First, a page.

You wake up to your alarm and you are snuggly warm in bed.  You know what comes next as it is the dead of winter.  You rush out of bed to find your work clothes all the while standing on your tip toes shivering.

You grab your cup of coffee and reluctantly head to the car in the dark and shiver as you wait for the frost to melt from your windshield.

Driving to work you hear on the radio about how this is the warmest day of the week.  You get through your day at work only to walk to the car in the dark again.  You drive home, turn on the lights to your place and get something to eat.  You cuddle up on the couch under a blanket while watching your television show that is on every Wednesday night.

You fall asleep on the couch and when you wake, you begrudgingly head up to your room.  You know the covers are going to be cold at first, but you end up falling asleep soundly.

Sound familiar?

The winter months can bring about many feelings.  For some, the excitement of snowboarding season is enough to make the mundane days pass.  For others, the lack of sunlight exposure can cause what is called Seasonal Affective Disorder (SAD).  As a mental health professional, this term means more than just “the winter blues.”

SAD is actually a type of depression that is a result of a changing of seasons.

I want to use this space to talk a little more about SAD and how it differs from the winter blues and what you can do to make yourself feel better over the next few winter months.

SAD diagnoses are formed first by someone having met all the criteria for major depressive disorder while coinciding with particular seasons for at least two years.  For a SAD diagnosis, the seasonal depression episodes must be more frequent than non-seasonal depression episodes.

With the criteria being so intense for a SAD diagnosis, one can imagine that it is not diagnosed frequently.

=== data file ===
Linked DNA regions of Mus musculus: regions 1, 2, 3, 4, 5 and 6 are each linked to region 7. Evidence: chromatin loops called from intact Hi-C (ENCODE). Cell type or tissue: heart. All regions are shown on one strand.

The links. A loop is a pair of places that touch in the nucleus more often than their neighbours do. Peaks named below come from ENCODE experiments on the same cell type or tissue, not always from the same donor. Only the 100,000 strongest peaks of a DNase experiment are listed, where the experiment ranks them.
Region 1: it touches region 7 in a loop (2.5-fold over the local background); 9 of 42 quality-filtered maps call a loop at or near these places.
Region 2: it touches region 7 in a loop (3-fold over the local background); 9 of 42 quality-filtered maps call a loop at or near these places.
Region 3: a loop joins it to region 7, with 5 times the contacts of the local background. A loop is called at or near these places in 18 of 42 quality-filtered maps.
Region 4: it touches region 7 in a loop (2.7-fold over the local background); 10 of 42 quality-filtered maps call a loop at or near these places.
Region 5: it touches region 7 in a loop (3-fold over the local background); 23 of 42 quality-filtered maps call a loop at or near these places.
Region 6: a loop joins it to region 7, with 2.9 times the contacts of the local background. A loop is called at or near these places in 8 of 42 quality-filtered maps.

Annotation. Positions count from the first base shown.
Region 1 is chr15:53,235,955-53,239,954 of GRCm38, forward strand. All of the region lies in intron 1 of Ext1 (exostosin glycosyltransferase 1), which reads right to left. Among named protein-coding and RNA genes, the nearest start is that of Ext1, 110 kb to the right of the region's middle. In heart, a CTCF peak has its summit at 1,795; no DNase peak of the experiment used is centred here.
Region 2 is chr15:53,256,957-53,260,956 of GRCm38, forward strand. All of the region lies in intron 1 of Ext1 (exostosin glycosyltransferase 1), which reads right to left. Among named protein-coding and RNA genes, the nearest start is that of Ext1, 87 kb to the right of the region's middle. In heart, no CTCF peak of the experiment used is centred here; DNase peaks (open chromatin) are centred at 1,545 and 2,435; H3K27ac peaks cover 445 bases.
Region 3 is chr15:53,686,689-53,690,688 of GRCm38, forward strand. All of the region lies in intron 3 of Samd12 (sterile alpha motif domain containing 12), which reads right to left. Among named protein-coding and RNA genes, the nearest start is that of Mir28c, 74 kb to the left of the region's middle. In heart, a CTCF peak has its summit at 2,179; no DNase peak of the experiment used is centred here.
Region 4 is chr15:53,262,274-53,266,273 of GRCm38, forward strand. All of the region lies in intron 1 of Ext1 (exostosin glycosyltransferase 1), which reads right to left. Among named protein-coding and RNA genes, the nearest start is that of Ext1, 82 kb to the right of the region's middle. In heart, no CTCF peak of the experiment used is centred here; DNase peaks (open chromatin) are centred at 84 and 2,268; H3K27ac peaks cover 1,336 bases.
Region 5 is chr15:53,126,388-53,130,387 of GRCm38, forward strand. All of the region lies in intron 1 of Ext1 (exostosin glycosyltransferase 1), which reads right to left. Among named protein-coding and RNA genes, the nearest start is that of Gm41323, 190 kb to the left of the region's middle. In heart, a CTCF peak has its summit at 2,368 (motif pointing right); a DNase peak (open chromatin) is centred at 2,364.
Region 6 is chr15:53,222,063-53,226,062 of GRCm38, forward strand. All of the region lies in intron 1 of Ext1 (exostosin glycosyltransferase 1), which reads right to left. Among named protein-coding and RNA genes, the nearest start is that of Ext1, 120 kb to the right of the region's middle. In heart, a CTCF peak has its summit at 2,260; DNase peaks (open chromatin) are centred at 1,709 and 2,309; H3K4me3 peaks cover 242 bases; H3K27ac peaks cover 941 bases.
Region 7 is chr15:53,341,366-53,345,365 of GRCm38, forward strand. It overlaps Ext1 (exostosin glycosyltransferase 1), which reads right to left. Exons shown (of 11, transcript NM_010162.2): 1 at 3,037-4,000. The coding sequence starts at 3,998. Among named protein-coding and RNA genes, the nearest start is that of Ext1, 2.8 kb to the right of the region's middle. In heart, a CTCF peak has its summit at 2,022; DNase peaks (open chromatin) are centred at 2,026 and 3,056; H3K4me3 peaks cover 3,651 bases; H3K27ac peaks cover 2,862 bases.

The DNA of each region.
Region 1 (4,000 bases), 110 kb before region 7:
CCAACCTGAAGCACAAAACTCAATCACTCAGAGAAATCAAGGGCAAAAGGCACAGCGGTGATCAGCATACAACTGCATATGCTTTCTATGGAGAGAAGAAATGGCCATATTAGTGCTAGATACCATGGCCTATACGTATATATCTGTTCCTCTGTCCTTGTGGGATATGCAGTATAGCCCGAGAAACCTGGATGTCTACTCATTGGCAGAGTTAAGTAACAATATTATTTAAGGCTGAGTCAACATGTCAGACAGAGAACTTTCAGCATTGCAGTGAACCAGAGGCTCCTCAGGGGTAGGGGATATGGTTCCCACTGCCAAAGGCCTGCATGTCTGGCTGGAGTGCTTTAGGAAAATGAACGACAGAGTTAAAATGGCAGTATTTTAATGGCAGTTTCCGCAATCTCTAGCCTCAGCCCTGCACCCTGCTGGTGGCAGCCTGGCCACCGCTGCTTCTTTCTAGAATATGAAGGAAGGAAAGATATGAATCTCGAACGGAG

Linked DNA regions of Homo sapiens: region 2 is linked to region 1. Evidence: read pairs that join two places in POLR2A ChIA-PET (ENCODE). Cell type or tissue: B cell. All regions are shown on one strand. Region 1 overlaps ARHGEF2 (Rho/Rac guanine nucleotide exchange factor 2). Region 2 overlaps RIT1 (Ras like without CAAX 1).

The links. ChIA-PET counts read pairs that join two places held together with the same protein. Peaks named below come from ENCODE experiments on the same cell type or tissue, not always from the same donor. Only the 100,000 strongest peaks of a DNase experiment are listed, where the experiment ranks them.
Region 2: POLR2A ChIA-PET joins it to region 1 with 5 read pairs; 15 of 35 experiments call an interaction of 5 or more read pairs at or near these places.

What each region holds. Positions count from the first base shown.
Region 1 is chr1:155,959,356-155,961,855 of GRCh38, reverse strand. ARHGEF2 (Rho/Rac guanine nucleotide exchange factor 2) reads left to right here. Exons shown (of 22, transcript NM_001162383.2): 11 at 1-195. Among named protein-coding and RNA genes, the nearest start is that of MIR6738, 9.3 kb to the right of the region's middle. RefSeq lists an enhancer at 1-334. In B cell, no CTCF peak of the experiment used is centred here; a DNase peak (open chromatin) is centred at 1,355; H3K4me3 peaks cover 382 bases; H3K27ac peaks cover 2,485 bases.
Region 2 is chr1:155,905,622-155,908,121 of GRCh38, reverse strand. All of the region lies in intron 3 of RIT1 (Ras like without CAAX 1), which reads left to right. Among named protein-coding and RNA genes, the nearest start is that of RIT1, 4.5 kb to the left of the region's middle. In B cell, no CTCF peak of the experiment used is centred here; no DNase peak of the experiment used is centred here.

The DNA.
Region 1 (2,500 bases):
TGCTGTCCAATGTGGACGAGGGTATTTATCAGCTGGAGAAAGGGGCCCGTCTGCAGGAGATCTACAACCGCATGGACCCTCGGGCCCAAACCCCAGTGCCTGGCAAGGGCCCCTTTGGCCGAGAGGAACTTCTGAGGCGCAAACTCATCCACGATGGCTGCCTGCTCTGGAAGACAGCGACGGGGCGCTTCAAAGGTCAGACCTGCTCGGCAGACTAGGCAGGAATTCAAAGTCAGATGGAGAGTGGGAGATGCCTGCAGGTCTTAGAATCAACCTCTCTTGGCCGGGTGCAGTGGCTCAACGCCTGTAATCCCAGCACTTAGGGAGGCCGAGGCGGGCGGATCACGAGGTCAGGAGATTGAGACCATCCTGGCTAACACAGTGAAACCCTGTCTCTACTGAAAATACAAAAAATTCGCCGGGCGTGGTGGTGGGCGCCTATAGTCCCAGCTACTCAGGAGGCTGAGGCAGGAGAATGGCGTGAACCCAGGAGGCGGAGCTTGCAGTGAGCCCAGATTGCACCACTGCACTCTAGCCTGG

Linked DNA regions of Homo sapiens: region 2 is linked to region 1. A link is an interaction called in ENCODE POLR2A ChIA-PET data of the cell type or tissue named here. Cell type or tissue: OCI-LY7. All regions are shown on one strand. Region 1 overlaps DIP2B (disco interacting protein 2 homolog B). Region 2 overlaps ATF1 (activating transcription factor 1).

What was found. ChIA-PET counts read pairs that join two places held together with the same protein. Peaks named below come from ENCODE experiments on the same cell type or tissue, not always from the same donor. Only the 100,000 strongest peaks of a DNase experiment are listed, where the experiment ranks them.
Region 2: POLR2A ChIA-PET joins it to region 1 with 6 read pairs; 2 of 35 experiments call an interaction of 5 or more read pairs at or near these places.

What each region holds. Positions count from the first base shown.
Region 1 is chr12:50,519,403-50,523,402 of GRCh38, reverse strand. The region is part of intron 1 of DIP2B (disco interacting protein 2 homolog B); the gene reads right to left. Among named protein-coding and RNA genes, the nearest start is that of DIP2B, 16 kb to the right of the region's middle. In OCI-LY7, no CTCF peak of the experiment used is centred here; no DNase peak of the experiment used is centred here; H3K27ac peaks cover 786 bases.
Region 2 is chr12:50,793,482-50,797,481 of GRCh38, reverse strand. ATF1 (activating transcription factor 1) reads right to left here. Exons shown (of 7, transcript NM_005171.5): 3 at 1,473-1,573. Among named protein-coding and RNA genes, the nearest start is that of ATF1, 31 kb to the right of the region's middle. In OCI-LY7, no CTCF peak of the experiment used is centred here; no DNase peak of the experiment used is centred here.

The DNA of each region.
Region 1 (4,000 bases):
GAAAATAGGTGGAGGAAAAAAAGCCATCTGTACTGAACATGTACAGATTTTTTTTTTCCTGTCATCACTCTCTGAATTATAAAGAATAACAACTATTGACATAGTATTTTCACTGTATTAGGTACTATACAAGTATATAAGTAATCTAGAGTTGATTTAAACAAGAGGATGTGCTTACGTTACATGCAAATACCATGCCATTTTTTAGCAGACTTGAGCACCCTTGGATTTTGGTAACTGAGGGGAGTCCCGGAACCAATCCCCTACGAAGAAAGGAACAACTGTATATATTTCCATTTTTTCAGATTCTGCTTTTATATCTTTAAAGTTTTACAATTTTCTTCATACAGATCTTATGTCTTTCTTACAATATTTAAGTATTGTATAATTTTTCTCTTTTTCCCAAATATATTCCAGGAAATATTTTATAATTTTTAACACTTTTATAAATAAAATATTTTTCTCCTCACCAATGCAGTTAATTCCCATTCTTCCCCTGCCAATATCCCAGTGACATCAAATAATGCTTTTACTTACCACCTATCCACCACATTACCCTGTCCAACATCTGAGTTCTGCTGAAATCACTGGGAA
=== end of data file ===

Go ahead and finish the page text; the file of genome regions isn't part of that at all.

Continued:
Most people who have symptoms similar to SAD without the major depressive symptoms are experiencing what is called the “winter blues.”

So why does this happen?

There are quite a few theories out there about why our moods can shift to the level of depression during seasonal times of year.  One theory revolves around neurotransmitter levels.  Due to a lack of sunlight in the winter, the brain’s pineal gland produces extra melatonin.

Our brains produce melatonin every evening around dark which helps aid in that sleepy feeling we get.  With an increase in melatonin and a decrease in serotonin, dopamine, and norepinephrine, it is suggested that some people tend to feel less motivated and energetic.

Connected to the melatonin theory, the circadian rhythm theory points toward the idea that during the months when the sun rises later and sets earlier that our internal clocks go out of whack.  This causes some people to be what is called “phase-early” where their brain releases melatonin too early in the evening and some people to be called “phase-delayed” where the melatonin is released too long into the day.

The most interesting theory behind SAD and the winter blues is that it could have been a survival mechanism for our ancestors.

When winter would strike and it was unbearably cold, the idea of hibernating similar to the animals makes sense for humans as well.

The increase in melatonin could have been a way of keeping humans safe from the cold and helped conserve energy for hunting during the day.

So how do you combat the winter blues or SAD?

Research presents several tips on what to do to help yourself feel better during the winter months.

1. Work on your diet to support your serotonin levels.  I have to admit that I had to really research this one because to my knowledge, no food actually boosts serotonin, and my research proved I was right.  Some foods that contain tryptophan can assist in increasing the synthesizing of serotonin, but cannot actually formulate it.  Carbohydrates can spike serotonin levels, but that typically only lasts a few hours.